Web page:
The Learning Curve

New tricks for an old dog.

This is just annoying

Screenshot of Wired.com graph

 Chris Anderson and Michael Wolf of Wired.com opine extensively on the decline of the worldwide web, with a graph. 

The main unarticulated assumption is that total internet traffic has been a constant number for the last twenty years, and that in recent years the bandwidth consumed by video transmissions has exceeded that used by HTML and other file types.  They seem to ignore the fact that a lot of video viewed online comes through a web browser.

This is expressed as percentages of a twenty year fixed amount of internet traffic, with a graph.

This is nonsense, or more appropriately, “So what?” That watching a single video will consume more bandwidth than will a month of web browsing is not worth nearly so many words.  Without adjusting the numbers to account for annual changes in internet capacity and traffic, the many words are mostly empty.

I’m speculating here.  I didn’t make it past the second paragraph of the Wired story. I stopped reading and started writing, and making my own distorted graph. The internet is a much bigger pie than it was twenty years ago. This makes for bigger slices, and more of them. It is possible to have both. Bigger slices and more slices. In my view, web video was added on top of standard web traffic, and not as a substitute.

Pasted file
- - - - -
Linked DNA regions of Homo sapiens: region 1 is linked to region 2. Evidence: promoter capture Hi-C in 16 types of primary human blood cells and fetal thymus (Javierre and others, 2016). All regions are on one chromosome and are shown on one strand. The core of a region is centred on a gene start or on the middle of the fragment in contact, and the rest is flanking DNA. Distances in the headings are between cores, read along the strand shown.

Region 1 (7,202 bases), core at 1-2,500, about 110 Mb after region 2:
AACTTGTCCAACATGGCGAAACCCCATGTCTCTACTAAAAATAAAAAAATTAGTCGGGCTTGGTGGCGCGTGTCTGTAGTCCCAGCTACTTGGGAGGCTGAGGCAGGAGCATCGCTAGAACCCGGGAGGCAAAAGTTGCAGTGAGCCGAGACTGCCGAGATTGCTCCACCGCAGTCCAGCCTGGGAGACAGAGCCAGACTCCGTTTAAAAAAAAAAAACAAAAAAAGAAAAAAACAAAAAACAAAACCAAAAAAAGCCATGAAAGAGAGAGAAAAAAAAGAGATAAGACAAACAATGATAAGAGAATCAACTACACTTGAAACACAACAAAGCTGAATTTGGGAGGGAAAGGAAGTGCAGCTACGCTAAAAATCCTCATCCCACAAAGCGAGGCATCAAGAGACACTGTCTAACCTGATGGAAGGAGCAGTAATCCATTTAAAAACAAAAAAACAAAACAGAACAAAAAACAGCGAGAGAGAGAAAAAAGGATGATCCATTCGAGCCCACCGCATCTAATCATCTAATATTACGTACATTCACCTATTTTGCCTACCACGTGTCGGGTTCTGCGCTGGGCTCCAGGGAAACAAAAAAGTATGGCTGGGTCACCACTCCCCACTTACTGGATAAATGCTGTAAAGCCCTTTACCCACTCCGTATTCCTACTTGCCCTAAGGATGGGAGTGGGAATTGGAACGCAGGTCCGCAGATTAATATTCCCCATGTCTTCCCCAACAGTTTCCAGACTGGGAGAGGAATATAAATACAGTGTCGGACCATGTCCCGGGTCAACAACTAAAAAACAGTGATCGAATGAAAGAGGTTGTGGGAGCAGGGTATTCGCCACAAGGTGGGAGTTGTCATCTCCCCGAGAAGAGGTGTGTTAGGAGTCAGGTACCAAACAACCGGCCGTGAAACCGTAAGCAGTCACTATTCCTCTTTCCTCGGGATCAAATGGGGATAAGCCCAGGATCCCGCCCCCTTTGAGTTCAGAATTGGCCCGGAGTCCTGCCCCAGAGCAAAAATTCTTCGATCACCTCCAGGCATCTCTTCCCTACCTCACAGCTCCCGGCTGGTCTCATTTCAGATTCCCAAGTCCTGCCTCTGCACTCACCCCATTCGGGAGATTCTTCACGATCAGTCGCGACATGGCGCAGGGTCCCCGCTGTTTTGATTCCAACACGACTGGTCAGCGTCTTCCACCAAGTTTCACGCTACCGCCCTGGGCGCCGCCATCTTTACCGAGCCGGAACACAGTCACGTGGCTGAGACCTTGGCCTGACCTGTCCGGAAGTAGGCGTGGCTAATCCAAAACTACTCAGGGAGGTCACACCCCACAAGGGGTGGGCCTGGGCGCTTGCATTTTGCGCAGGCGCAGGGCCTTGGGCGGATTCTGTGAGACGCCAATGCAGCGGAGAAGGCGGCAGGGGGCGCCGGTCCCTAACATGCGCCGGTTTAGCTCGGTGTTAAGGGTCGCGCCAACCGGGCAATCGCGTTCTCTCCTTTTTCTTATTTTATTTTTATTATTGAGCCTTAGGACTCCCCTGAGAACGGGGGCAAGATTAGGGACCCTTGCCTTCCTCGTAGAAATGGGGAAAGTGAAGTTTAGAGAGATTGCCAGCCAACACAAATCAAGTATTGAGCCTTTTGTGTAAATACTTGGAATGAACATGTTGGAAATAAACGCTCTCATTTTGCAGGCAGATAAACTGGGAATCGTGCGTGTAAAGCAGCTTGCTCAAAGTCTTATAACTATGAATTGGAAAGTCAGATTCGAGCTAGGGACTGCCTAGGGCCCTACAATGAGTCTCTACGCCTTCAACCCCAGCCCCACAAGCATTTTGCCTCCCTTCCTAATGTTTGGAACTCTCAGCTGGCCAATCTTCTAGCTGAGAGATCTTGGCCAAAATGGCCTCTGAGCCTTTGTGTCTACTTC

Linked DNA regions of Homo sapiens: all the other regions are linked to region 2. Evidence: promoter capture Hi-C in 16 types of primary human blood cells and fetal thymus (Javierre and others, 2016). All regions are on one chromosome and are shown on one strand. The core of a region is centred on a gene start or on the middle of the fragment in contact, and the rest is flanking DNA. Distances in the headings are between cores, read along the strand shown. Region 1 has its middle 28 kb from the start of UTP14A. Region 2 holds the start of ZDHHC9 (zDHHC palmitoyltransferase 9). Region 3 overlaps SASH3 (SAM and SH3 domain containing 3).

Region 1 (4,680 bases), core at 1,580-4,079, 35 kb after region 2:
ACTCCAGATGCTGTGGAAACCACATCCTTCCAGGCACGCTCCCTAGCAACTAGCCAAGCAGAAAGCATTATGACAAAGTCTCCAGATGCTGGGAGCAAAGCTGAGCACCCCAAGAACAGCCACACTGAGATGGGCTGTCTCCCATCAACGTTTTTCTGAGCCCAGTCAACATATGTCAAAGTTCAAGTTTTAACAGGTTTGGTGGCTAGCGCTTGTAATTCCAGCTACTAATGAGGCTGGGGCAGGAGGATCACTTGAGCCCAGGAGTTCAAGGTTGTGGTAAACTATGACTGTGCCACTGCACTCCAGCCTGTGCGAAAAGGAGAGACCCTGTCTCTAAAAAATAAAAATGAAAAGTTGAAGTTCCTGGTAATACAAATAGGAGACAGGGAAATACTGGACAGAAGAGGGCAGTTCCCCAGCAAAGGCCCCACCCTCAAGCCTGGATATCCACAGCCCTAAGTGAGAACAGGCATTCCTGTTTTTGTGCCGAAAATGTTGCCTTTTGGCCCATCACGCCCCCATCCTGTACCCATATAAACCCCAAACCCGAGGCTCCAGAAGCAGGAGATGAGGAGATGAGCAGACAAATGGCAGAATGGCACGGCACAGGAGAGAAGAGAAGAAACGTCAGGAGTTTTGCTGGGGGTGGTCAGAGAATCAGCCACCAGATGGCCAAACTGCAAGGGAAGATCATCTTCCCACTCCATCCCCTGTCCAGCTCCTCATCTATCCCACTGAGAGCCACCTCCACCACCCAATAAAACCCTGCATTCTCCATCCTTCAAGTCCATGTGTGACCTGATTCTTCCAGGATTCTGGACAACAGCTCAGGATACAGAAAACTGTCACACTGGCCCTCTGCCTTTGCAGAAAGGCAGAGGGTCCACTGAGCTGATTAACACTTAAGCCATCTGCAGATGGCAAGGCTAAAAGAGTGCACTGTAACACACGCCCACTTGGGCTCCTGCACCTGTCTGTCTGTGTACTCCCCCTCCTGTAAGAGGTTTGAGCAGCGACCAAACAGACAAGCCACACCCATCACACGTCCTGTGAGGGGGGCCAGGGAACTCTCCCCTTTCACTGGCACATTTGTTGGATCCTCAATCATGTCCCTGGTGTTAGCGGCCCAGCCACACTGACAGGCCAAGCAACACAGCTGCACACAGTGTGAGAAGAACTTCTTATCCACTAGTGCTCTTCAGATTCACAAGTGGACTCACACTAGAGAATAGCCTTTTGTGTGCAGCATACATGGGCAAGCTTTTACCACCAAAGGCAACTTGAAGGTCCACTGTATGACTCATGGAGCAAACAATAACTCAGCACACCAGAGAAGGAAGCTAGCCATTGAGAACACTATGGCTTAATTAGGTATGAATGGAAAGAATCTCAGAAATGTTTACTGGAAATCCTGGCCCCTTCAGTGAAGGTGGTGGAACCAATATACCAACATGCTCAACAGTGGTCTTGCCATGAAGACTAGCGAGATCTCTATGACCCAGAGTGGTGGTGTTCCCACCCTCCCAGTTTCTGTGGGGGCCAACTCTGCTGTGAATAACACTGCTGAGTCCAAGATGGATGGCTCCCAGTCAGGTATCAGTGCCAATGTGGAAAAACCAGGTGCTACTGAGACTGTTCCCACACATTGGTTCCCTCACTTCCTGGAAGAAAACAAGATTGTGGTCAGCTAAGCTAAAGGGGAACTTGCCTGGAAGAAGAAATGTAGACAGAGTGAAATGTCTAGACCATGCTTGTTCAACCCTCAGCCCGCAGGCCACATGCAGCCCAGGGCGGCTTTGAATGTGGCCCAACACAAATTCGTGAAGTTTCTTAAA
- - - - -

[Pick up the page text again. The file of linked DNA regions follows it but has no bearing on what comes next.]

My distorted graph is based upon the conservative assumption that total internet traffic has increased only ten-fold since 1990.
New graph

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Written by Tom Fox

08/18/2010 at 9:20 am

Posted in Journalism, Technology, Web

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